Johnson held talks with his Polish counterpart Mateusz Morawiecki and also met with President Andrzej Duda to discuss the importance of a united front in the face of Russian aggression, according to officials.
"The reason I'm here is because Poland is absolutely critical to our collective European security and the lesson of the last 100 years is that when Poland is threatened with instability, or aggression on the borders of Poland, then we are all threatened and we're all affected," Johnson said.
"And I just want to be absolutely clear, when Poland is threatened then the UK stands ready to help, as indeed Poland has always stood ready to help the United Kingdom," he added.
Poland's Morawiecki said that Johnson's visit was a sign of allied solidarity in the face of threats to European security.
Morawiecki thanked the UK for showing "great solidarity with Ukraine, Poland and the whole eastern part of NATO," Polish state news agency PAP reported.
He also said that "Poland and the UK are unequivocally on the side of peace and security."
'Putin's political goal is to break up NATO': Polish PM
Speaking at a joint news conference with Johnson, Morawiecki said that Russian President Vladimir "Putin's political goal is to break up NATO."
"That's why we need to stay close together," he added.
He told reporters that "there is a great understanding" between Poland and Britain "when it comes to the tensions on NATO's eastern flank."
Morawiecki also said that “on one side of the scales, there is freedom and European security; on the other side, there is destabilization and the things that the Kremlin is cooking up."
He added: “We want to build bridges and connections with Russia, but we want to build them on the foundation of peace."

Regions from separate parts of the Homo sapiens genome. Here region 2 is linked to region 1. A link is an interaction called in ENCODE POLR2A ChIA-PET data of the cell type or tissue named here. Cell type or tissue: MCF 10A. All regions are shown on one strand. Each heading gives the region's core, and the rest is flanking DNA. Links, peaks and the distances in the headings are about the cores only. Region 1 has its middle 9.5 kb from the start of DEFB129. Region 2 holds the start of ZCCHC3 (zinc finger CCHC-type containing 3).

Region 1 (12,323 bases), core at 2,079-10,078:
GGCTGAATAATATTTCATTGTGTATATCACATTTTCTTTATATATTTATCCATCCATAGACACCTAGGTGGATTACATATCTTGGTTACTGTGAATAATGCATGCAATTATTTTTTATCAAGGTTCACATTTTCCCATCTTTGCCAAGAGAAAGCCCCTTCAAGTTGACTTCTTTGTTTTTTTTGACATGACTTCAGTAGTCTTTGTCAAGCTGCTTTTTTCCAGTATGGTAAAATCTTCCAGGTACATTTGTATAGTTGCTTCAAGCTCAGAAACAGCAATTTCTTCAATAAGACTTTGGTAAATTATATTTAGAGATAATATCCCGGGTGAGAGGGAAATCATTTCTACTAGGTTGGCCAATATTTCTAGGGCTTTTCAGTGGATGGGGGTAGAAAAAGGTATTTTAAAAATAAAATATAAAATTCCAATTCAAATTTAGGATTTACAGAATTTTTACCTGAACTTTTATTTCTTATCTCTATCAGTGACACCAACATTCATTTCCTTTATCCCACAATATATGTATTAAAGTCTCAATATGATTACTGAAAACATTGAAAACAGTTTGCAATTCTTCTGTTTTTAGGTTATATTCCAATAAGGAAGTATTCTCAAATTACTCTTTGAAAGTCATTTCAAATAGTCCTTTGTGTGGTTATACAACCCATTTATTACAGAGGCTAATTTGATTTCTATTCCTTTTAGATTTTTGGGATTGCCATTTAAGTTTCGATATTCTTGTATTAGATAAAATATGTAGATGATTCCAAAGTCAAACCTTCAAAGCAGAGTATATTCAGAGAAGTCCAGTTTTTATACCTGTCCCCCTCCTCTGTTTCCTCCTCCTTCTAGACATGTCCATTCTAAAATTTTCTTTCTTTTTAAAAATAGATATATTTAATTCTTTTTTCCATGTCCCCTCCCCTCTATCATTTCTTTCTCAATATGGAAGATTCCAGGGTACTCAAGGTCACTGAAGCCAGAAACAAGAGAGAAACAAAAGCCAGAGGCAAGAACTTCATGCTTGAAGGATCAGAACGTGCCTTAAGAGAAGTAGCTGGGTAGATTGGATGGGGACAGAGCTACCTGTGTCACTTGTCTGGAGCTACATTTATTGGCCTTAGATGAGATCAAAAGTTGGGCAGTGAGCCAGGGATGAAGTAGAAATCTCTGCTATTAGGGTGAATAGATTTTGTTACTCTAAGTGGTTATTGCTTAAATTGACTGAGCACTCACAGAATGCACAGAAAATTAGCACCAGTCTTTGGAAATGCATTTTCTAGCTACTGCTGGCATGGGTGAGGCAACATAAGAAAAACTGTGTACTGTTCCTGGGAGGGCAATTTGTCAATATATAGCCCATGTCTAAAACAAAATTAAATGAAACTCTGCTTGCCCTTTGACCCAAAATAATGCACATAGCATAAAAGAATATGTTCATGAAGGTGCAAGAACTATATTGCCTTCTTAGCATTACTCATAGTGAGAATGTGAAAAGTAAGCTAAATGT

While in Poland on Thursday, Johnson also visited British soldiers stationed in the country, with Polish leaders thanking him for the UK’s support to Poland’s security.
Earlier in the day, a contingent of British Royal Marines arrived in Poland under an agreement between the two governments, officials announced.
Polish Defence Minister Mariusz Błaszczak said the arrival of the soldiers amid a Russian military buildup near Ukraine was "an expression of solidarity" in the face of "the Kremlin's aggressive policies."
He added that British troops stationed in Poland "significantly support the security of the eastern flank of NATO."
The Royal Marines arrived after UK Defence Secretary Ben Wallace said earlier this week that Britain would send an additional 350 troops to Poland.
The UK defence ministry's press office said in a statement at the time that 350 Royal Marines would deploy to Poland to support the country "with joint exercises, contingency planning and capacity building as the build-up of Russian forces on Ukraine’s border continues."
Britain last year sent 100 troops to help Poland deal with a migrant crisis at its border with Belarus.
'Combination of sanctions and military resolve, plus diplomacy'
Before his trip to Warsaw, Johnson earlier on Thursday visited Brussels to meet with NATO Secretary-General Jens Stoltenberg.
Speaking at a joint news conference with Stoltenberg, Johnson said that the West's standoff with Russia over Ukraine "is the biggest security crisis that Europe has faced for decades."
He added: "And I think that the combination of sanctions and military resolve, plus diplomacy are what is in order."
Boris Johnson and Jens Stoltenberg meet in Brussels on Thursday. Photo: EPA/OLIVIER HOSLET
Johnson last week expressed deep concern about Russia's hostile activity on the Ukrainian border in a call with Russian President Vladimir Putin, the BBC reported.
Johnson warned Putin that any further incursion by troops on the border would be "a tragic miscalculation" by Russia, according to the British public broadcaster.
Source: PAP, Reuters
Click on the audio player above for a report by Radio Poland's Michał Owczarek.